The nation had never before had such a boisterous and energetic president as Theodore Roosevelt. He was a man of action, a mover and shaker unlike anything the American people had seen in Washington. At forty-two, the youngest man ever to become President, Roosevelt shook the nation, defying convention and giving new life to the office. Throughout his term, he strove to make the executive office more powerful and more in touch with the common American.

Roosevelt's ability to communicate with the people proved very useful throughout his political career, particularly during his Presidency. Few men in American politics have been so endowed with this gift–let alone men of Roosevelt's stature and social standing. Theodore could speak with almost any man, woman, or crowd and convince them that he was one of them, that he championed their causes, and that he worked with their best interests in mind. While in office, he made multiple campaign trips throughout America in order to inform the public of his domestic and foreign policies. He was a dynamic speaker who would often, without the aid of microphones, project his voice to near breaking point to speak to an audience of tens of thousands of people. His speeches were animated as well, full of motion and gestures and energy to rouse the crowd. No other president had spoken to the people this way before, and it is therefore not surprising why so many rallied to hear his addresses.

In 1902, Roosevelt campaigned through the Midwest and New England on a particularly adventurous tour. During this trip he spoke out against the growing plutocracy and powerful trusts, trade with Cuba, taxes, and the problem in the rebellion in the Philippines. While in Pittsfield, Massachusetts, however, Roosevelt's carriage was struck by an electric trolley car. Roosevelt emerged with a swollen face and injured leg, but continued the tour for the day, stopping in Bridgeport, Connecticut, to speak to a crowd of thirty thousand. Although he initially assured the American people–as well as several foreign dignitaries who expressed concern–that he was unharmed, he eventually conceded to have the fluid drained from an abscess that developed on his leg. He was confined to a wheelchair for several weeks. The abscess would give him trouble until almost the day he died.

Roosevelt also drastically transformed life in the White House, both literally and figuratively. During his terms, the east and west wings were added to the White House, increasing the house's square footage significantly. Throughout his Presidency, the First Family held several fashionable and expensive parties and social events for the Washington elite. One particularly glamorous event was young "Princess Alice's" debut ball in 1902, attended by all the young men and women of Washington, including the daughter of a Russian countess, the daughter of the British ambassador, and even Alice's distant cousin Franklin Delano Roosevelt. Alice's marriage to Republican congressman Nicholas Longworth in 1906 was also held at the White House.

The White House was rarely a quiet place. The Roosevelt children and their friends had full reign of the house and soon attracted national attention with their charm and characteristic Roosevelt spirit of adventure. They soon became known as the "White House Gang". The American people fell in love with the children, particularly with the two younger boys, Archie and Quentin. Newspapers throughout the country printed stories of Quentin's numerous pranks. In one incident, he snuck a pony through the house, up an elevator, and eventually into his brother's bedroom. There was also the time he placed a four- foot long snake near his father's office, scaring a group of congressmen. Spitballs were once found on a portrait of Andrew Jackson, and during one of the children's pretend "attacks" on the White House, Roosevelt played along and sent a warning that they should call it off through the War Department.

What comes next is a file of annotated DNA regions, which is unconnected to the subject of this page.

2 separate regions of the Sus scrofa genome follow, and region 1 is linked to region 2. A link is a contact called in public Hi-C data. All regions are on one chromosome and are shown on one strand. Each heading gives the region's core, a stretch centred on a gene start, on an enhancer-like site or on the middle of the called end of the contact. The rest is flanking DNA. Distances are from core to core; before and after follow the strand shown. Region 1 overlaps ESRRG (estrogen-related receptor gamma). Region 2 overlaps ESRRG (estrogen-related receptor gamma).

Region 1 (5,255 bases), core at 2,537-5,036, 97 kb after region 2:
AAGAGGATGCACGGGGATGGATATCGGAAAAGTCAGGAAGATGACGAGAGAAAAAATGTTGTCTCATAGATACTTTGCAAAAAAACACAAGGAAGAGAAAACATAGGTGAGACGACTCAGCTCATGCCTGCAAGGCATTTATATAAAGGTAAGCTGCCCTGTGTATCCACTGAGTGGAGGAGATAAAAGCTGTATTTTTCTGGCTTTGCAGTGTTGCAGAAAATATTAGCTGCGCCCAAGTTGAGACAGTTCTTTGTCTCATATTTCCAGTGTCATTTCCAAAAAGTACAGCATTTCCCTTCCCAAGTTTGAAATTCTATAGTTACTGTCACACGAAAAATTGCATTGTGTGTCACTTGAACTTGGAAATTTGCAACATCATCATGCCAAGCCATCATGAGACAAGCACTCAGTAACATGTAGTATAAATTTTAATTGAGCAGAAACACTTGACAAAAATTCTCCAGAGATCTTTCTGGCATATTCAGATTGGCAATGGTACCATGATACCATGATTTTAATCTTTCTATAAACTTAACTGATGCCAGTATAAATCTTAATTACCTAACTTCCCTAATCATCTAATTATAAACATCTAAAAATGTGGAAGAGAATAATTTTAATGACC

Though now saddled with the gravity of the Presidential office, Roosevelt refused to abandon his love for excitement, fitness, and stretching personal boundaries. Indeed, many of his own recreational activities added to the chaos in the White House. One of his favorite pastimes was tennis, which he often played with the younger members of his staff. These young men–as opposed to the older members of his administration–subsequently came to be known as Roosevelt's "Tennis Cabinet". Roosevelt also enjoyed horseback riding, rowing, hiking, and chopping wood, and created various obstacle courses that involved traversing difficult terrain in a small amount of time. His favorite indoor sports to practice in the White House included jujitsu, wrestling, and boxing. In 1905, while boxing with a military aide, Roosevelt was punched in the left eye and permanently blinded. He never admitted this to anyone, however, until almost ten years later, in 1914, before undergoing another operation.

Within a month of assuming the office, Roosevelt caused an uproar throughout the nation when he invited Booker T. Washington to dine with him in the White House. Washington, a former Southern slave, was famous throughout the nation for becoming a learned man and distinguished educator at his school, the Tuskeegee Institute. The South was outraged that Roosevelt invited a black man to dine with him, and even many Northerners had mixed feelings. Roosevelt responded immediately that the nation's shocked response only indicated that he made the correct decision. In several letters, he further admonished the American people for basing judgments on color.

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